Let’s talk about Northampton County. You’ll be hearing about it in November.
This is a swing county in a swing state, which means the choices of the 217,000 registered voters here carry a little more weight than, say, the votes of our neighbors just across the river in New Jersey, which is almost certainly going to vote for Joe Biden.
Northampton, on the other hand, remains pure purple — in fact, it’s one of only three “pivot” counties in Pennsylvania, meaning ones that voted for Barack Obama in 2008 and 2012, and then flipped to Donald Trump in 2016.
Election Day 2020 is still two months away. But given that Northampton County has predicted who gets Pennsylvania’s electoral votes in most presidential elections for the last 100 years, and that Pennsylvania’s 20 electoral votes make it one of the most valuable swing states, well, it’s little wonder that the national media has already dropped in to report on how the race is playing out here.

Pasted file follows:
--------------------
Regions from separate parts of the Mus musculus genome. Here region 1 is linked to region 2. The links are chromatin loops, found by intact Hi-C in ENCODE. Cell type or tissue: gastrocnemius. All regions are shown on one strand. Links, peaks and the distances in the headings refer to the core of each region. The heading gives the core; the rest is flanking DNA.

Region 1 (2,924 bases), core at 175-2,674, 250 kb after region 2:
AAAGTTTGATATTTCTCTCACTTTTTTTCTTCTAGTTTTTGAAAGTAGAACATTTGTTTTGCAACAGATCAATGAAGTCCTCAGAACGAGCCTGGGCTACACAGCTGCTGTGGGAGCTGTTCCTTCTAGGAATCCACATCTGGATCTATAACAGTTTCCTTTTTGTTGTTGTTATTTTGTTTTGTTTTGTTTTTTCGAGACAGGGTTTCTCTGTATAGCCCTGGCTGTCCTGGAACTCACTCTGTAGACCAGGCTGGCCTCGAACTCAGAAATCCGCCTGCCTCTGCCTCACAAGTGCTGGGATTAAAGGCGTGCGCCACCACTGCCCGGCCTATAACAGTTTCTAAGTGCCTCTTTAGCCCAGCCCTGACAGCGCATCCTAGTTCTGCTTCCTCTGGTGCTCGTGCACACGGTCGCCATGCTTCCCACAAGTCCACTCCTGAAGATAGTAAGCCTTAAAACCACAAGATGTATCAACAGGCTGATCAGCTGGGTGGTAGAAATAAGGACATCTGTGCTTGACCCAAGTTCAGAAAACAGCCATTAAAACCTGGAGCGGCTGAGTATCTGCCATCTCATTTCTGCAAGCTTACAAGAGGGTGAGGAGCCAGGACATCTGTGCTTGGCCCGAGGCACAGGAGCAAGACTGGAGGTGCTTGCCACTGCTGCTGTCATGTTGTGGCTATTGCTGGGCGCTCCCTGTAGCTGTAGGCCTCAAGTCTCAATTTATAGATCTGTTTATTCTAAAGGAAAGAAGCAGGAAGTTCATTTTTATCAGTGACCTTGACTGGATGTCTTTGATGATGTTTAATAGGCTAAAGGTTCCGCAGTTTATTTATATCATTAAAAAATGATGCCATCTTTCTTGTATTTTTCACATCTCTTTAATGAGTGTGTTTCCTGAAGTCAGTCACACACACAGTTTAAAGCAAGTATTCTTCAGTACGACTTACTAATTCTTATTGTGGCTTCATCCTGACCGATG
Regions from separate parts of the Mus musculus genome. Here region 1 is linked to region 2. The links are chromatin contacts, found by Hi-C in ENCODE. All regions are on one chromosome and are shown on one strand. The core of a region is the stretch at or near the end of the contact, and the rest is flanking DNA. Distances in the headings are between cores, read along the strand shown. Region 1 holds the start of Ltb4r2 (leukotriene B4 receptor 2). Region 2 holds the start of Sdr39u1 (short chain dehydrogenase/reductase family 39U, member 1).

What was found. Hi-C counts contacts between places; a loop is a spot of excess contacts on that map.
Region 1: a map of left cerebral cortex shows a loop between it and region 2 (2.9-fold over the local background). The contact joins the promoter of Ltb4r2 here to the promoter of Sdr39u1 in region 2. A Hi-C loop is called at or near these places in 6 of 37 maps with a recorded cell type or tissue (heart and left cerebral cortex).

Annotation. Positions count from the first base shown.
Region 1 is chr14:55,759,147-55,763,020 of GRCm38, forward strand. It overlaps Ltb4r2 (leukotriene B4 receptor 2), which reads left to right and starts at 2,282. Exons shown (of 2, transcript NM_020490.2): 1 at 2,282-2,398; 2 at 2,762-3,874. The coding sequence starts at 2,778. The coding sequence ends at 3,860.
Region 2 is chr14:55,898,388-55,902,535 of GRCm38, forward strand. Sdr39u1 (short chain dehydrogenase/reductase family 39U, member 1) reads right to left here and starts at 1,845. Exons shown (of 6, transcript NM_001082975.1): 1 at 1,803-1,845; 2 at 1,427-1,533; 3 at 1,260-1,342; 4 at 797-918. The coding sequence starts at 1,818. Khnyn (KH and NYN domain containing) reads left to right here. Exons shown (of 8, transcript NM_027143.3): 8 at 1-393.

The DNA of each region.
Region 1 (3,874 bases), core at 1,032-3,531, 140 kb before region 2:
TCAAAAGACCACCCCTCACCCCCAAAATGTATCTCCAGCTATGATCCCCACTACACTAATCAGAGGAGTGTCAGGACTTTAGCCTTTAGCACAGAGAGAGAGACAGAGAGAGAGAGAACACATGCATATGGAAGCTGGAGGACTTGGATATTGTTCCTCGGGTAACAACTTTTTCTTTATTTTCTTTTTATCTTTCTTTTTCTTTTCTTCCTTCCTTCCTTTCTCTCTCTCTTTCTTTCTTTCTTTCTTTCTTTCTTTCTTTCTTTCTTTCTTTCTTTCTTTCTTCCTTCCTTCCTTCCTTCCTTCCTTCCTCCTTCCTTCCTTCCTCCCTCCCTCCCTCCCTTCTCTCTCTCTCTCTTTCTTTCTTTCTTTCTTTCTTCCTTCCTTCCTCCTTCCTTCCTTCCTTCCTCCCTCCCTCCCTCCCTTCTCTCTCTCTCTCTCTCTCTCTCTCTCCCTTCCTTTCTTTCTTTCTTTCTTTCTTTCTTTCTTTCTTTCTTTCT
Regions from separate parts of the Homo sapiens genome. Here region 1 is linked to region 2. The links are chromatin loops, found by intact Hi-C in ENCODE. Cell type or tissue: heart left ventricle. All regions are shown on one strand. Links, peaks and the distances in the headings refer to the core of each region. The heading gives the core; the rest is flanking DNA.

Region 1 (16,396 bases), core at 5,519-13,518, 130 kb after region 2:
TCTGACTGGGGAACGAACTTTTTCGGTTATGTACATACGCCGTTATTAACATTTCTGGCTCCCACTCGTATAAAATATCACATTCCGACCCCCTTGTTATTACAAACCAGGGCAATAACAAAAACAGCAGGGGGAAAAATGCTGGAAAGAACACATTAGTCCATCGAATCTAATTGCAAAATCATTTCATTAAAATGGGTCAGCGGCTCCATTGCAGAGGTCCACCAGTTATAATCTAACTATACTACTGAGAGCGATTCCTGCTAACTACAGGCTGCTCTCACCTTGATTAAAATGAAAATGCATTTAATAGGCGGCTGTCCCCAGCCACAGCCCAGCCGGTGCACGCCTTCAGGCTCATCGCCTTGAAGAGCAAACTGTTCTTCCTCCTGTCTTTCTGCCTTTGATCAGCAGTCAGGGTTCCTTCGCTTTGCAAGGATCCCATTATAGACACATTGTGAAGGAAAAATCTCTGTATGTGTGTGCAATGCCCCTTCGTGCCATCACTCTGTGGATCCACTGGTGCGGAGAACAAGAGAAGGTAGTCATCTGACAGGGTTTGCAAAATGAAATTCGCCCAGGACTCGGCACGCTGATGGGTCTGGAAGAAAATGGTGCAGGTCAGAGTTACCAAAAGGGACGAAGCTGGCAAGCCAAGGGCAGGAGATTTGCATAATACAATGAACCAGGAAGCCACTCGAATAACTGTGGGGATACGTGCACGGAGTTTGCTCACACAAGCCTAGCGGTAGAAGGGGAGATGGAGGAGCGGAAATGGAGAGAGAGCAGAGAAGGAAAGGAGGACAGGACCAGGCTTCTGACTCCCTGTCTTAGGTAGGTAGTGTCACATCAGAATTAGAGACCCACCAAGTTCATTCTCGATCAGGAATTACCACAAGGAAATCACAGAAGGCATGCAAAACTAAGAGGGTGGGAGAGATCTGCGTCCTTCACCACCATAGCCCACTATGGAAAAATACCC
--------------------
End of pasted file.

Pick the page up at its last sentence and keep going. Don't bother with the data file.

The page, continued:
Yet this is a diverse area, not easily encapsulated in any single news report. And for those that don’t live and work here, there’s much that’s left out of the familiar narratives — information about our history, our geography and our politics that all informs how people here will vote in November.
Northampton County specifically, and the greater Lehigh Valley in general, has become a hub of arts, culture and entertainment, built on a history of steel, slate and concrete.
In general, the county is less racially diverse than Pennsylvania or the nation as a whole, census data show. But ethnically, a variety of cultures are represented, from Hispanic to German to Lebanese.